On Friday, Dalton Santos held a news conference at his high school in Van, Texas to announce his college decision. His pick? Tennessee.
The linebacker is ranked by our ESPNU recruiting team as the nation's No. 1 inside linebacker in the 2012 class, thought by many to be leaning toward nearby Texas A&M after decommitting from Oklahoma State back in June.
I've said numerous times that Texas A&M leaving the Big 12 for the SEC won't provide them with substantial recruiting advantage over Texas, and any recruiting advantage that did surface would be snuffed out by increased losses in a tougher league that hasn't lost to Texas A&M in six meetings since 1995.
Santos' decision to leave Big 12 country unsurprisingly prompted a handful of e-mails like this one over the weekend:
Paul Kumar in Hudson Oaks, Texas was the first, and wrote:
2012 recruit Dalton Santos to Volquest.com on why he chose Tennessee over Texas A&M: "The conference really put them over the top... being able to do things in the SEC will show that i can play anywhere..."
Still think switching conferences wouldn't give them a plausible leg up on Texas h.s. talent that would choose the best best of both worlds (location and competition level) if given the opportunity?
Short term might be rough, but long term could produce greatness.
Nope. I'm not buying it. I still don't buy the idea that playing in the SEC -- Texas A&M's presence in it or otherwise -- would be a huge factor in the recruiting game.
Santos is one player, and a 245-pound linebacker who runs a 4.65 40, with this scouting report, via our staff.
Santos is a dominant run stopper from inside to the edge; his excellent instincts and immediate reactions allow him to create havoc in the backfield. Has the size and athleticism for the inside linebacker position at the major level of competition. ...
We detect some lower body stiffness when dropping into short/medium zone coverage his overall balance and agility get him to the football consistently; does a very good job with key and diagnosis skills against the run and pass. ....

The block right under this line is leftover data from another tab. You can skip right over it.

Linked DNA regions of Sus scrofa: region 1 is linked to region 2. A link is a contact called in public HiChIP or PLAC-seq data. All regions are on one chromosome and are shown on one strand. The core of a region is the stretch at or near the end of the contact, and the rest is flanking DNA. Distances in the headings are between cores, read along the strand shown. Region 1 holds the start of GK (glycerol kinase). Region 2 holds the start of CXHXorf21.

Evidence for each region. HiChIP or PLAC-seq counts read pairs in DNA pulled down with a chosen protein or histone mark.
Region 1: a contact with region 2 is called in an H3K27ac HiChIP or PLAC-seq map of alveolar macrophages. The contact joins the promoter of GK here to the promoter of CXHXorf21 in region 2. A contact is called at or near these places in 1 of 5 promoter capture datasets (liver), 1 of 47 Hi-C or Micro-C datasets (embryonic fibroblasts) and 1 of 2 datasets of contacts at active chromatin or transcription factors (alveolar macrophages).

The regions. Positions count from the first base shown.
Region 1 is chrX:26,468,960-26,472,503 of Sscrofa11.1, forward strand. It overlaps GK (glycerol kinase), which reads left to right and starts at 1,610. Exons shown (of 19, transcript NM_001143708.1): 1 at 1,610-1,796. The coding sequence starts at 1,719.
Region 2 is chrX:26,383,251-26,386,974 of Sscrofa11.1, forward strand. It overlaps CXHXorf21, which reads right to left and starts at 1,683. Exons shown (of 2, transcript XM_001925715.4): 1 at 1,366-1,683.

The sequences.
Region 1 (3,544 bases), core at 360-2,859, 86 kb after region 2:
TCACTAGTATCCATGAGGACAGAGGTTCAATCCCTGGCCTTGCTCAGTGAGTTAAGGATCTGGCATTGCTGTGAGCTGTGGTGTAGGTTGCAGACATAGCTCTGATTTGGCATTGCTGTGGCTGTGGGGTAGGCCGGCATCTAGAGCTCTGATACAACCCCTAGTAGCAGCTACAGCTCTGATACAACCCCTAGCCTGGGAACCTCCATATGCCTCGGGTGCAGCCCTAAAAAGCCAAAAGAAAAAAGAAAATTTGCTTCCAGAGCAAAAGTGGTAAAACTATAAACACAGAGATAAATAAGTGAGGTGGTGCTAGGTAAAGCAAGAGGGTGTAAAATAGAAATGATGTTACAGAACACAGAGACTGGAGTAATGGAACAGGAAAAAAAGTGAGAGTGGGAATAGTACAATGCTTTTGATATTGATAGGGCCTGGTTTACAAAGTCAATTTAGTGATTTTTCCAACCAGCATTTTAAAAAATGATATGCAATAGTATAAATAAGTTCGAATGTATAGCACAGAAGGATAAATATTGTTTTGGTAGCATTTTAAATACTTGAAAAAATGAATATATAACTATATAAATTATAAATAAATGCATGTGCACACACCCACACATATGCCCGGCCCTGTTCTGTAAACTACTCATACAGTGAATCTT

This guy is a factor to recon with when attempting to run the ball inside or off the edge. We see a very smart football player in coverage although one who will need to be carefully game planned when given man coverage assignments;
Now, if you're Santos, what league do you think better suits your style of play? The sling-it-around Big 12 driven by quarterbacks with offenses that require linebackers to excel in coverage and showcase their speed?
Or the SEC, where Santos can use his already gifted talents in the run game, and develop his skills in coverage as he matures later in his career?
Citing a desire to play in that league sounds great when people ask about it and a team like Tennessee steals a player from Texas, a rare occurrence. (The Vols 2011 roster, featuring 100-plus players, has exactly zero players from Texas.)
But it's nothing to draw a huge conclusion about. Santos isn't indicative of a cultural change, a sign that players growing up in Texas suddenly want to play in the best league in college football, where the SEC has solidifed itself with five consecutive national championships by four different teams.
Santos is one player whose strengths would better suit him in the SEC.